The Fed has raised the funds rate, which is now at its highest level since 2001, 525 basis points since March 2022, and at a news conference Wednesday, Fed Chairman Jerome H. Powell said further rate hikes are possible.
"We haven't made any decisions about any future meetings, including the pace at which we'd consider hiking, but we're going to be assessing the need for further tightening that may be appropriate … to return inflation to 2% over time," he said.
Between Wednesday's announcement and the next Fed meeting in September, Mr. Powell noted that additional economic data will be available, including two jobs reports and two consumer price index reports. "I would say it is certainty possible that we would raise funds (federal funds rate) again at the September meeting if the data warranted, and I would also say it's possible that we would choose to hold steady at that meeting," Mr. Powell said. "We're going to be making careful assessments, as I said, meeting-by-meeting."
The committee's 11 members unanimously approved the latest rate hike and said in a statement that it "will take into account the cumulative tightening of monetary policy, the lags with which monetary policy affects economic activity and inflation, and economic and financial developments" when weighing additional policy firming.
Although still higher than the Fed's 2% target, inflation has cooled in recent months. Notably, the consumer price index rose 3% in June from a year earlier, the smallest 12-month increase since March 2021, and below the 4% annualized increase posted in May 2023, according to data the Bureau of Labor Statistics released July 12. The monthly CPI has been steadily declining since reaching 9.1% in June 2022, which marked a 40-year high.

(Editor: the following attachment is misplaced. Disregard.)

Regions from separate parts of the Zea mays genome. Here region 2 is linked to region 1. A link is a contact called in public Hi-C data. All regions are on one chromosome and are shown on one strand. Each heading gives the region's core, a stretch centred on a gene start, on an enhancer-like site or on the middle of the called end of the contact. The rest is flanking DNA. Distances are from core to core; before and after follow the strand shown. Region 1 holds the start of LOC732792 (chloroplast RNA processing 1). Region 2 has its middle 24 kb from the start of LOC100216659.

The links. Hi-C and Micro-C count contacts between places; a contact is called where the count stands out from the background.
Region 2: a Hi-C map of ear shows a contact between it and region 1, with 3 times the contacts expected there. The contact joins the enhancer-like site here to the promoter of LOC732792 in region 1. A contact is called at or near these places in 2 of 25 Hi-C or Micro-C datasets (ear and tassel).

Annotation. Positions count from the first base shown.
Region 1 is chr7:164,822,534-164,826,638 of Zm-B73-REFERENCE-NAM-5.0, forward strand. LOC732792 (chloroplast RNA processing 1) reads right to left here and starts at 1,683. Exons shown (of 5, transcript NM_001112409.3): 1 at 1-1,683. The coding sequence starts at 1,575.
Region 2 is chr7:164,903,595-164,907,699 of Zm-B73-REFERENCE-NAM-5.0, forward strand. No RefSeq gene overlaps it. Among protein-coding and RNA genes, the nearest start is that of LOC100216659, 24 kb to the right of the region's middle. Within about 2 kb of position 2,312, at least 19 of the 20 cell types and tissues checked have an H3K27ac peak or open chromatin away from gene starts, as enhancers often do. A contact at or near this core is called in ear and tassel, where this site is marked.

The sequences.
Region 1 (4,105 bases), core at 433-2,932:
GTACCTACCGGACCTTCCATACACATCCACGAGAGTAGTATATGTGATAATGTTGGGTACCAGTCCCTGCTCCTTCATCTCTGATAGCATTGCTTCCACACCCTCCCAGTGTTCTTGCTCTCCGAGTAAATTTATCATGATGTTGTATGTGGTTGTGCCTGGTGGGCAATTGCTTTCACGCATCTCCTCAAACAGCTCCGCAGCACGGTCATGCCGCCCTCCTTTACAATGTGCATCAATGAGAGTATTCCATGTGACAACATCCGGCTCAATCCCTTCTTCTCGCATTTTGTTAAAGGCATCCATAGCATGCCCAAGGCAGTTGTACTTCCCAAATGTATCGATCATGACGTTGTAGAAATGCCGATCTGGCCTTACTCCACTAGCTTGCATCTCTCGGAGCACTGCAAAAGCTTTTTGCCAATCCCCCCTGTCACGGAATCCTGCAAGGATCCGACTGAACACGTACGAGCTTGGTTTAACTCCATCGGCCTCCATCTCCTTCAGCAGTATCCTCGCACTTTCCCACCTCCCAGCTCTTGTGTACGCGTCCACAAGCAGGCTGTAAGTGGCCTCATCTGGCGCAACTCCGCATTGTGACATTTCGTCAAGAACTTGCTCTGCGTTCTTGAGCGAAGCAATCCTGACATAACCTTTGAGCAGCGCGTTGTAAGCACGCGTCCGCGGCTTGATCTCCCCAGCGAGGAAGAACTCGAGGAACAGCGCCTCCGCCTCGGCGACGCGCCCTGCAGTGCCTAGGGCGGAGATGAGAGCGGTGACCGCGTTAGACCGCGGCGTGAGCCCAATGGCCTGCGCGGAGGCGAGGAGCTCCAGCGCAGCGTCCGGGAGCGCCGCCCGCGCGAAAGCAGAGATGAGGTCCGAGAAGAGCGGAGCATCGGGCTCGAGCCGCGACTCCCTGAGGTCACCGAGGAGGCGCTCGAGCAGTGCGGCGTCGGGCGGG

Mr. Powell said there’s an attainable path to bringing inflation down to the Fed’s target without triggering a recession. “We’ve seen, so far, the beginnings of disinflation without any real costs in the labor market and that’s a really good thing.”
He also said the Fed staff “now has a noticeable slowdown in growth starting later this year in the forecast, but given the resilience of the economy recently, they are no longer forecasting a recession.
Gurpreet Gill, global fixed-income macro strategist at Goldman Sachs Asset Management, said in a statement that while Wednesday's quarter-point hike was fully priced in and widely expected by forecasters and investors, those investors remain divided on whether this marks the last increase in the current tightening campaign.
"Given the uncertainty around when the Fed's hiking cycle will conclude, we have limited exposure to U.S. rates." Ms. Gill said. "We think further disinflation progress will limit the extent to which U.S. Treasury yields will rise, while a resilient labor market and economy will temper the extent to which yields can fall."
Brandon Swensen, senior portfolio manager within the BlueBay fixed-income team at RBC Global Asset Management, said in a statement that his firm expects "one additional hike from the Fed this year based on our expectation for current disinflationary trends to continue and the passage of time to allow further decreases in inflation towards the Fed's 2% target."
Also of interest to the Fed, the unemployment rate dipped slightly in June to 3.6%, down from 3.7% in May. On Wednesday, Mr. Powell repeated his characterization of the labor market as "very tight."
Shortly after Wednesday's announcement, market participants indicated there is a 79.1% probability that the Fed will leave rates unchanged at its next meeting, according to the CME FedWatch Tool that tracks trading in the 30-day fed funds futures.
The Fed's next meeting is Sept. 19-20.